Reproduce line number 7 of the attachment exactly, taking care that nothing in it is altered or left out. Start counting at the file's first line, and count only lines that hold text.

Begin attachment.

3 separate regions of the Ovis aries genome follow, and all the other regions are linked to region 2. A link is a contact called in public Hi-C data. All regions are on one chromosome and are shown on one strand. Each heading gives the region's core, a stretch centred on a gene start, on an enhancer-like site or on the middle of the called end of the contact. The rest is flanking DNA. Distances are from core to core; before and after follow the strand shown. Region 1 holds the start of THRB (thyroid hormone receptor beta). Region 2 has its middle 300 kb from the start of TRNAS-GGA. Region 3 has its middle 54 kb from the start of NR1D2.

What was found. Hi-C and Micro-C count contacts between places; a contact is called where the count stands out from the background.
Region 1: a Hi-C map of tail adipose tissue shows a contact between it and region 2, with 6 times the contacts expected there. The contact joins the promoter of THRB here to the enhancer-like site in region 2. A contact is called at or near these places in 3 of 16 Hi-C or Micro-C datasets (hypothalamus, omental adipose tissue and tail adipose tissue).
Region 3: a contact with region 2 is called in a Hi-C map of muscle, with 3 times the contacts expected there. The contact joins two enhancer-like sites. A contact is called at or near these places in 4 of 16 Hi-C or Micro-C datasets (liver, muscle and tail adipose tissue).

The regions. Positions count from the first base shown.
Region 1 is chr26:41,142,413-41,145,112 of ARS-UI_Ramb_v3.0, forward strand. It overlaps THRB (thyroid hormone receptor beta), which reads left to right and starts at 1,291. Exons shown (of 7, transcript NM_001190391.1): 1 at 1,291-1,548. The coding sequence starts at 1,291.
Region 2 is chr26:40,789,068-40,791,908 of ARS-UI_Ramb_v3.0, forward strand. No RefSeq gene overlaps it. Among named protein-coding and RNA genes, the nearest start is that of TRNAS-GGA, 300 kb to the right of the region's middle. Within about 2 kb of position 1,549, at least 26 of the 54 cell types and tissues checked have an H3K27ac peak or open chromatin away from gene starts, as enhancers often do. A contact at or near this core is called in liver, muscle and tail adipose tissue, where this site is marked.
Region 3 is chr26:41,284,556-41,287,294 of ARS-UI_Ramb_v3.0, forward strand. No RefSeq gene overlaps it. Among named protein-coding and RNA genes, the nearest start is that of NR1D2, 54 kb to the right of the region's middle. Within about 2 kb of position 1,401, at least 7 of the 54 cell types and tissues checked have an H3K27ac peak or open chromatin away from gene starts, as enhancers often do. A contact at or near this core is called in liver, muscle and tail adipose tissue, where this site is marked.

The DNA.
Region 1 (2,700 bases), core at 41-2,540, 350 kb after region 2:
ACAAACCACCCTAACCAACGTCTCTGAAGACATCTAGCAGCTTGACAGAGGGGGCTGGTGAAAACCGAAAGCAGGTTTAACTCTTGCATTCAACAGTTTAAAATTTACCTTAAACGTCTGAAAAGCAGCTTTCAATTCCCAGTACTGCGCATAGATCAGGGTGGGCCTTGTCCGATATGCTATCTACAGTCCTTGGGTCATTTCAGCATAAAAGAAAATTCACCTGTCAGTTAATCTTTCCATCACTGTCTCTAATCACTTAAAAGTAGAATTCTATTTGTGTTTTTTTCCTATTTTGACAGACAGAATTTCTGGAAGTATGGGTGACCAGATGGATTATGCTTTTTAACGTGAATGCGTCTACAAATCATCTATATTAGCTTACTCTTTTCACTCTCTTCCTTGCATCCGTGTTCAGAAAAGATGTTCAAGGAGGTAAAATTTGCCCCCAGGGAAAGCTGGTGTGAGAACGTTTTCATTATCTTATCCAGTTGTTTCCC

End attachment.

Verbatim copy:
Region 2 is chr26:40,789,068-40,791,908 of ARS-UI_Ramb_v3.0, forward strand. No RefSeq gene overlaps it. Among named protein-coding and RNA genes, the nearest start is that of TRNAS-GGA, 300 kb to the right of the region's middle. Within about 2 kb of position 1,549, at least 26 of the 54 cell types and tissues checked have an H3K27ac peak or open chromatin away from gene starts, as enhancers often do. A contact at or near this core is called in liver, muscle and tail adipose tissue, where this site is marked.